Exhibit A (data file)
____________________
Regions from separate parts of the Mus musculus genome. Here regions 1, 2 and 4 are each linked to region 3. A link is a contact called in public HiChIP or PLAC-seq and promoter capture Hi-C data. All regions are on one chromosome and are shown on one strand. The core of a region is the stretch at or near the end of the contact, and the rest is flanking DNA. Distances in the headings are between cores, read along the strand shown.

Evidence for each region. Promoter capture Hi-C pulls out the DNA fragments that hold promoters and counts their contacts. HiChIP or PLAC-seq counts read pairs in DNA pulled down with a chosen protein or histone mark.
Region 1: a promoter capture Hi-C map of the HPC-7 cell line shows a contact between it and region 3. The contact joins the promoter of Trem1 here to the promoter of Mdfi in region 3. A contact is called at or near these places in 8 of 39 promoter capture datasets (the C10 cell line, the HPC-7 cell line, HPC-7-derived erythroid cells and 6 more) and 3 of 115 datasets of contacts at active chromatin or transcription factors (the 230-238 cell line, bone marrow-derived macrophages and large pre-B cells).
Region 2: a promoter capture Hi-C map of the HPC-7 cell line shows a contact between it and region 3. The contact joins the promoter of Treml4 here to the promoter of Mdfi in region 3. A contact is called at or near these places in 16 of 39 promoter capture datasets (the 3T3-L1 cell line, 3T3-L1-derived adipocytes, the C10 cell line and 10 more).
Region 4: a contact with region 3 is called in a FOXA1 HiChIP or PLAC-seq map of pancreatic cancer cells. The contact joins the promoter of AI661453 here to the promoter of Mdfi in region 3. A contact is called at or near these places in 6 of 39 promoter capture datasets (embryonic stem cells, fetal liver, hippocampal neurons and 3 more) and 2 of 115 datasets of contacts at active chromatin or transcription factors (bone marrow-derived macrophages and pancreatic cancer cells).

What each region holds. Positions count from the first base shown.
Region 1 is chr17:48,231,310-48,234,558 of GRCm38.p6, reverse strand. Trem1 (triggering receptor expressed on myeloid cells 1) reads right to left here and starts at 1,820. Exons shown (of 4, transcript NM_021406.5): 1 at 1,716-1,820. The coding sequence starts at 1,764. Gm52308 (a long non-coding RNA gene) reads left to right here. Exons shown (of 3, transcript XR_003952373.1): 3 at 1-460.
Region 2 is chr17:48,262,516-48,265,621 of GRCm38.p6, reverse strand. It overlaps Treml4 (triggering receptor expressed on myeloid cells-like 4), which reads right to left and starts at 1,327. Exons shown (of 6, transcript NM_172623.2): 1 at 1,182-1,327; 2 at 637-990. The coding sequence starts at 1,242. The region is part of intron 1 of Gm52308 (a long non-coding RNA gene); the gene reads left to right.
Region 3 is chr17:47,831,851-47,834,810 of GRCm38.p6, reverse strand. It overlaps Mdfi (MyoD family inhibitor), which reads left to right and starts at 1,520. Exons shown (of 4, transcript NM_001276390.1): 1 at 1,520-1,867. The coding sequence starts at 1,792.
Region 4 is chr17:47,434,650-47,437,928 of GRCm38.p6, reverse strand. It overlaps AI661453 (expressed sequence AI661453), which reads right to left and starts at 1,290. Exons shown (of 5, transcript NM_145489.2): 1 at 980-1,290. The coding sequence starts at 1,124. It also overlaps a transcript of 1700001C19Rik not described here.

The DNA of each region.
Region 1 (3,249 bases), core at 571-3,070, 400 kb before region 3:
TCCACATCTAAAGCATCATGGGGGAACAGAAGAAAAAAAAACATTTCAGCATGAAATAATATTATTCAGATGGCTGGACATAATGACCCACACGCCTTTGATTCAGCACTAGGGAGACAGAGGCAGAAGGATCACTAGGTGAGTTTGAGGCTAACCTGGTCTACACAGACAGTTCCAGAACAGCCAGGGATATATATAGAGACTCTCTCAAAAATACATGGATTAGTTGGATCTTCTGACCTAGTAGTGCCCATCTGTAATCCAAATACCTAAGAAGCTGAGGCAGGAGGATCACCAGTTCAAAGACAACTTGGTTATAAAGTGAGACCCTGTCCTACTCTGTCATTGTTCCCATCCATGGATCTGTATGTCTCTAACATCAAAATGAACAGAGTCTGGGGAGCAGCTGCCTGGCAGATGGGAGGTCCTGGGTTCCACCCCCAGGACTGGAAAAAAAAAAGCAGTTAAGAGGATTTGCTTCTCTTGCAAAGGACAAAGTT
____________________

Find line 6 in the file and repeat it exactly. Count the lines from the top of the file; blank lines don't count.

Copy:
What each region holds. Positions count from the first base shown.